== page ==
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WP8 Dissemination

 

Key tasks and achievements

1. Report on the needs of the chemistry climate community

2. Summer School on Solar variability and climate response

3. Joint workshop on “Long-term variations of solar activity and their impacts: From the Maunder Minimum to the 21st century”

 

1. Report on the needs of the chemistry climate community

To strengthen interaction with end users we conducted a survey of the needs of the chemistry climate community. The survey collected answers for different questions from a representative sample of modelling groups and end-users that exploit general circulation models for climate research.

Survey data collection was conducted during June and July 2013. An online questionnaire was created using the GNU software LimeSurvey and uploaded on a server of the Physics Department of the Aristotle University of Thessaloniki. The questionnaire was designed concisely following the good-practice recommendations of Kelley et al. (2003). Invitations (~80) to participate to the survey were sent to modelling groups and individual end-users of the climate modelling community and data collected are representative of the different model families (e.g. Chemistry-Climate Models, Earth System Models, Atmosphere-Ocean General Circulation Models,) commonly used in climate research. As expected though for this type of survey method and the fact that many recipients were belonging to the same modelling group, the response rate did not exceeded 20%. A list of the climate models participated in this survey is given in Table 1.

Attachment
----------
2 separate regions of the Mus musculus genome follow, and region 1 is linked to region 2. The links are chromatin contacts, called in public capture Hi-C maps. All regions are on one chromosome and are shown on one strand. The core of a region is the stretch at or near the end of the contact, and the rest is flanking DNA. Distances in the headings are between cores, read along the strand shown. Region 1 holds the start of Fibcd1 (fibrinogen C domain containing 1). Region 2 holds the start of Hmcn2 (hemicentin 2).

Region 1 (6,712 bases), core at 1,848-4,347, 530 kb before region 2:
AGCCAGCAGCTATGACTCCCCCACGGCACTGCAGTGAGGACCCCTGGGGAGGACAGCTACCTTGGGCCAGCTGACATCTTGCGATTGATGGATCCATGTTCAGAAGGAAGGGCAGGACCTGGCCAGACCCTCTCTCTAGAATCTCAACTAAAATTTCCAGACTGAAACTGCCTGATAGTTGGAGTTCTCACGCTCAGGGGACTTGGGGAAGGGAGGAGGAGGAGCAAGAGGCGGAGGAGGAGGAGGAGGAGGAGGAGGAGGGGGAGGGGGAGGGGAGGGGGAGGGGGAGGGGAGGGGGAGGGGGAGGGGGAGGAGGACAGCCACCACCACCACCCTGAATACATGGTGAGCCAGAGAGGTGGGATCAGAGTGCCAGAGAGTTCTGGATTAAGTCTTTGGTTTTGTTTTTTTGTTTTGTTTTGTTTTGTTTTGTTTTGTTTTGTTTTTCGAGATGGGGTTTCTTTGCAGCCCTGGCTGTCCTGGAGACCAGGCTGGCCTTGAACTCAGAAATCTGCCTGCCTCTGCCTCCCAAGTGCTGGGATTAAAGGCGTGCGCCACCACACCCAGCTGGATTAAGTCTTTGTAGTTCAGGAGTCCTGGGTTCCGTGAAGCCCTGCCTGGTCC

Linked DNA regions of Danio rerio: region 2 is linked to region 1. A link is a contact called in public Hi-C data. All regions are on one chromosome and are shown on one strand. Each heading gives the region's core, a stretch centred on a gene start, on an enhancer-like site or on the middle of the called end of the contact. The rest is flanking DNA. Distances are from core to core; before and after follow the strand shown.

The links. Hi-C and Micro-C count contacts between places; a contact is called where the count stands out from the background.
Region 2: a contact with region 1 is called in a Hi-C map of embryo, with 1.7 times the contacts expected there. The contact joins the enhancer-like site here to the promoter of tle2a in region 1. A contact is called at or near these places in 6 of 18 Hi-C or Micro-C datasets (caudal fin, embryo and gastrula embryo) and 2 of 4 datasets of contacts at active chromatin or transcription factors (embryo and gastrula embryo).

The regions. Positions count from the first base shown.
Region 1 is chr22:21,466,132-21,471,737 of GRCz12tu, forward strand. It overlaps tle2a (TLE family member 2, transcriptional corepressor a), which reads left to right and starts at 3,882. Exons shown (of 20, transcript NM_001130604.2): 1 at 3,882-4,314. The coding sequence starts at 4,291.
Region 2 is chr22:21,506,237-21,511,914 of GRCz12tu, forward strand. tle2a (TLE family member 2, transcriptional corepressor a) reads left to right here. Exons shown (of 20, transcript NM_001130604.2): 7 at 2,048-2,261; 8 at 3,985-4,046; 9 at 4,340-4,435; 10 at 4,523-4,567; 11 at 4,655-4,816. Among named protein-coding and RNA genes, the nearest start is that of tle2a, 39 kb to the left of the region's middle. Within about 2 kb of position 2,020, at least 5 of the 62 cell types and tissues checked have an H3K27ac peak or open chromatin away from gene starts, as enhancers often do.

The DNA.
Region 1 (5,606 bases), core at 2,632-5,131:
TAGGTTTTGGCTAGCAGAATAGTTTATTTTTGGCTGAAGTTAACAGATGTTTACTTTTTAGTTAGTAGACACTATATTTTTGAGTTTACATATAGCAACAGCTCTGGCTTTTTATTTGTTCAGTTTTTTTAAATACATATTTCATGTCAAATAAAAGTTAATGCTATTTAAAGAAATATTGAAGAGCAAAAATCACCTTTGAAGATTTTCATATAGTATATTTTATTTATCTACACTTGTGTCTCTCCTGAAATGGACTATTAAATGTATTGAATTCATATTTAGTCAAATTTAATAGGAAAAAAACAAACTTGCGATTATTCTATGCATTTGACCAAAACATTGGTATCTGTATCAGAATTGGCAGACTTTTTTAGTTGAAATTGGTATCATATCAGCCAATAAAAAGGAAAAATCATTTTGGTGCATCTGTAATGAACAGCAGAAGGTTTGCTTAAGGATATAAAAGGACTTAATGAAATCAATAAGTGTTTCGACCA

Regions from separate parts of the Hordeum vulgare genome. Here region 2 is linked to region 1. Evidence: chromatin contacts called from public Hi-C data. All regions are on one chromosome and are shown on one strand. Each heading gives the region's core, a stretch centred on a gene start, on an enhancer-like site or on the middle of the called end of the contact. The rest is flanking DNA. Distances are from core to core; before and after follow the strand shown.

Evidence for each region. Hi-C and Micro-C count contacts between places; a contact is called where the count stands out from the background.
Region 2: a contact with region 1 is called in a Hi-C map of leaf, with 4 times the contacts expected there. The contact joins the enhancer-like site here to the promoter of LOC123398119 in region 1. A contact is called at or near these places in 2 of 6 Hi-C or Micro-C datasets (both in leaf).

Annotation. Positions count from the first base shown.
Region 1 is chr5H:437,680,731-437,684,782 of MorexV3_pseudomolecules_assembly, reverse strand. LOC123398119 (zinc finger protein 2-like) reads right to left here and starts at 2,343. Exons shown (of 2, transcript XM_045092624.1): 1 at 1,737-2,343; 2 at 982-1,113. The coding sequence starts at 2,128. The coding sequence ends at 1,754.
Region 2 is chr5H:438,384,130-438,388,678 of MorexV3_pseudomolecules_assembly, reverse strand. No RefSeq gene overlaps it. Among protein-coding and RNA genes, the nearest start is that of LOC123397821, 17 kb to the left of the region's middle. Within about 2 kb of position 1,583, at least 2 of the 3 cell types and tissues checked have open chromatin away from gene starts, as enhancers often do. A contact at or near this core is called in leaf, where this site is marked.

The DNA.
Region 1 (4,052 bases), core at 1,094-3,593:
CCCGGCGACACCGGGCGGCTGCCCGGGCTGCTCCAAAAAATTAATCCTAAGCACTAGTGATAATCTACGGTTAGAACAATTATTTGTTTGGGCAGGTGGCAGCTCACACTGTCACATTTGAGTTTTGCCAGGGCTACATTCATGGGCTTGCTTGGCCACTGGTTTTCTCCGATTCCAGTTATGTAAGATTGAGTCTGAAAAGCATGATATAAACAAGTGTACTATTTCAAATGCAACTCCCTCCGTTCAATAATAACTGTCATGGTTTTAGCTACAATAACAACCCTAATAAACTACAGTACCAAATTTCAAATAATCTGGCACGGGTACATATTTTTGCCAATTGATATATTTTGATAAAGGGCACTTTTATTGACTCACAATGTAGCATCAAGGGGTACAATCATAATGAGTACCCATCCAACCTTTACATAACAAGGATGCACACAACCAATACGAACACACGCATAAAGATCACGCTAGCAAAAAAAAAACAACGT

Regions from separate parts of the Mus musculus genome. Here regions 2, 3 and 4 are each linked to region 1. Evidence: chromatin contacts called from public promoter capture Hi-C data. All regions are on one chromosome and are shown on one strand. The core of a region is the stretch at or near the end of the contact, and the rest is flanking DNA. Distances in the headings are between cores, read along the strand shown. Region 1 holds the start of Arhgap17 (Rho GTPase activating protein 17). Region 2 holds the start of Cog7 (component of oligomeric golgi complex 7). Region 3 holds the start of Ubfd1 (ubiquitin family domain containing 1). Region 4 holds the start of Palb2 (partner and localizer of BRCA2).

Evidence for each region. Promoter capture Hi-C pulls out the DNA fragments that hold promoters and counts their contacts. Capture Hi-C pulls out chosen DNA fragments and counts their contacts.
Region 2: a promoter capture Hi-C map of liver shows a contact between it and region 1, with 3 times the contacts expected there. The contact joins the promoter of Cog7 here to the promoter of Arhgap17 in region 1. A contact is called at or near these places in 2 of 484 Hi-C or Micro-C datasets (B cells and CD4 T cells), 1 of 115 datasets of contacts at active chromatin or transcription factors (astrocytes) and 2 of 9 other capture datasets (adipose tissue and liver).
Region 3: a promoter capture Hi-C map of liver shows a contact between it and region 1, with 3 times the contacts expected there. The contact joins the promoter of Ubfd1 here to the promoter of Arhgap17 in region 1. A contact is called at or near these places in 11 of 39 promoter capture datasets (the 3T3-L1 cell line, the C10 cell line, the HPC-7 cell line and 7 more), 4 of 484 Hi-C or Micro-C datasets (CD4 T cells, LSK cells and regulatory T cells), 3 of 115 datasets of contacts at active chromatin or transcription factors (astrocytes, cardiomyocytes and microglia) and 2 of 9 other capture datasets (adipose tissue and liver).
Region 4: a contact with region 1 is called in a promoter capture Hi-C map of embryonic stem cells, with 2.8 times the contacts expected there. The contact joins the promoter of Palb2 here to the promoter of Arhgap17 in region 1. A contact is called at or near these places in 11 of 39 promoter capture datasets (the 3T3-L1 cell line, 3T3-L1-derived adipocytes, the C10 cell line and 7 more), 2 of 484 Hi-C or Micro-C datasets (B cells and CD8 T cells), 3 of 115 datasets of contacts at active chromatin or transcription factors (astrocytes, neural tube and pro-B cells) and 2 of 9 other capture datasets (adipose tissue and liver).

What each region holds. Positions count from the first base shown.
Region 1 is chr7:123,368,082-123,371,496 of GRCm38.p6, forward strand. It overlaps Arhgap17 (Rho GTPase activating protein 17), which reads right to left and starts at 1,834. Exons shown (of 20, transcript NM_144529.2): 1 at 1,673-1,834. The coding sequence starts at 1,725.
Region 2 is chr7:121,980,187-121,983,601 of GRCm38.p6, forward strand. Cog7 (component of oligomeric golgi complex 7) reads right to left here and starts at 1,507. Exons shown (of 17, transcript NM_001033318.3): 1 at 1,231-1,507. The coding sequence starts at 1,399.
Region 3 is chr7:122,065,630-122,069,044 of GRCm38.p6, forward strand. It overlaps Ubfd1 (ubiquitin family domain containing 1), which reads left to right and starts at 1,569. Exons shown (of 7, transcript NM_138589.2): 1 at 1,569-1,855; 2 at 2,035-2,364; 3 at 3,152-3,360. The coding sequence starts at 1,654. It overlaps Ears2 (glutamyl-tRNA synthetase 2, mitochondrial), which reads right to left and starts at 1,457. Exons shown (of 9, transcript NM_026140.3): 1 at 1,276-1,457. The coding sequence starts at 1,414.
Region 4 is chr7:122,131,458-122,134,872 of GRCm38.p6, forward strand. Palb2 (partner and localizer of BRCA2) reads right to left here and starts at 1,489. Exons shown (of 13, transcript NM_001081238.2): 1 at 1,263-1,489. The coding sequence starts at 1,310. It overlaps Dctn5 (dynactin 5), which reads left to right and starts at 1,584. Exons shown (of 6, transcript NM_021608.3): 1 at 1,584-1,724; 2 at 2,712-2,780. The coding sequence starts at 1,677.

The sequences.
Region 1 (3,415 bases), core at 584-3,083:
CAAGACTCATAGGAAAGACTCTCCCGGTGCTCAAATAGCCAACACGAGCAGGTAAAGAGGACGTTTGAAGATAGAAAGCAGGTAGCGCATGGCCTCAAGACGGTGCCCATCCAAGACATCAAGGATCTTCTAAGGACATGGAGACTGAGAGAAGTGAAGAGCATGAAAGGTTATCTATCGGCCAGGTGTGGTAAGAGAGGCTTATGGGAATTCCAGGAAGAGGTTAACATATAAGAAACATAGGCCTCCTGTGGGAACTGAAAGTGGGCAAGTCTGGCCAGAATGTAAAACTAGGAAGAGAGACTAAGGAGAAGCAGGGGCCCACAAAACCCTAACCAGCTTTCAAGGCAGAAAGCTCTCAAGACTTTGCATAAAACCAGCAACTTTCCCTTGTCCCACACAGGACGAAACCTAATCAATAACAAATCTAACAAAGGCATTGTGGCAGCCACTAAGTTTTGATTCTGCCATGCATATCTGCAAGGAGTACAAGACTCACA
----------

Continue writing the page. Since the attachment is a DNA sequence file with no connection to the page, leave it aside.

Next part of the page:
2. Summer School on Solar variability and climate response

34 students from 18 countries attended the summer school on Solar variability and climate response, organized  jointly by SOLID and COST Action TOSCA at the Abdus Salam International Centre for Theoretical Physics in Trieste, 13-17 October, 2014. 

This one-week training course focused the global understanding of the complex and controversial role of solar variability in climate change. Various topics were covered, including the basic processes (solar, heliospheric, and atmospheric physics) with emphasis on the climate response, diagnostic techniques, errors and uncertainties, needed research, and socio-economic aspects.

 

 

3. Joint workshop on “Long-term variations of solar activity and their impacts: From the Maunder Minimum to the 21st century”

The FP7 SOLID project in cooperation with COST TOSCA (Towards a more complete assessment of the impact of solar variability on the Earth’s climate) organized a joint workshop on “Long-term variations of solar activity and their impacts: From the Maunder Minimum to the 21st century” on Corfu, Greece. The main objectives of the workshop were

a) to summarize the effects of solar activity on climate with the inclusion of spectral solar irradiance changes and particle effects in climate modeling

b) to summarize the current knowledge and understanding of a future change in the solar output and its impacts, focusing on the potential transition to lower solar activity

c) to establish collaboration on required recommendations for future modeling activities, in particular CMIP6.

The workshop provided a great opportunity to climate modeling and solar communities to discuss the current understanding on solar cycle variability and its impacts on climate. Among other issues, much of the discussion was dedicated on requirements for forthcoming model intercomparisions in regards to spectral (SSI) and total (TSI) solar irradiance products. To this direction a number of comparison studies were organized and undertaken as described in WP6 achievements.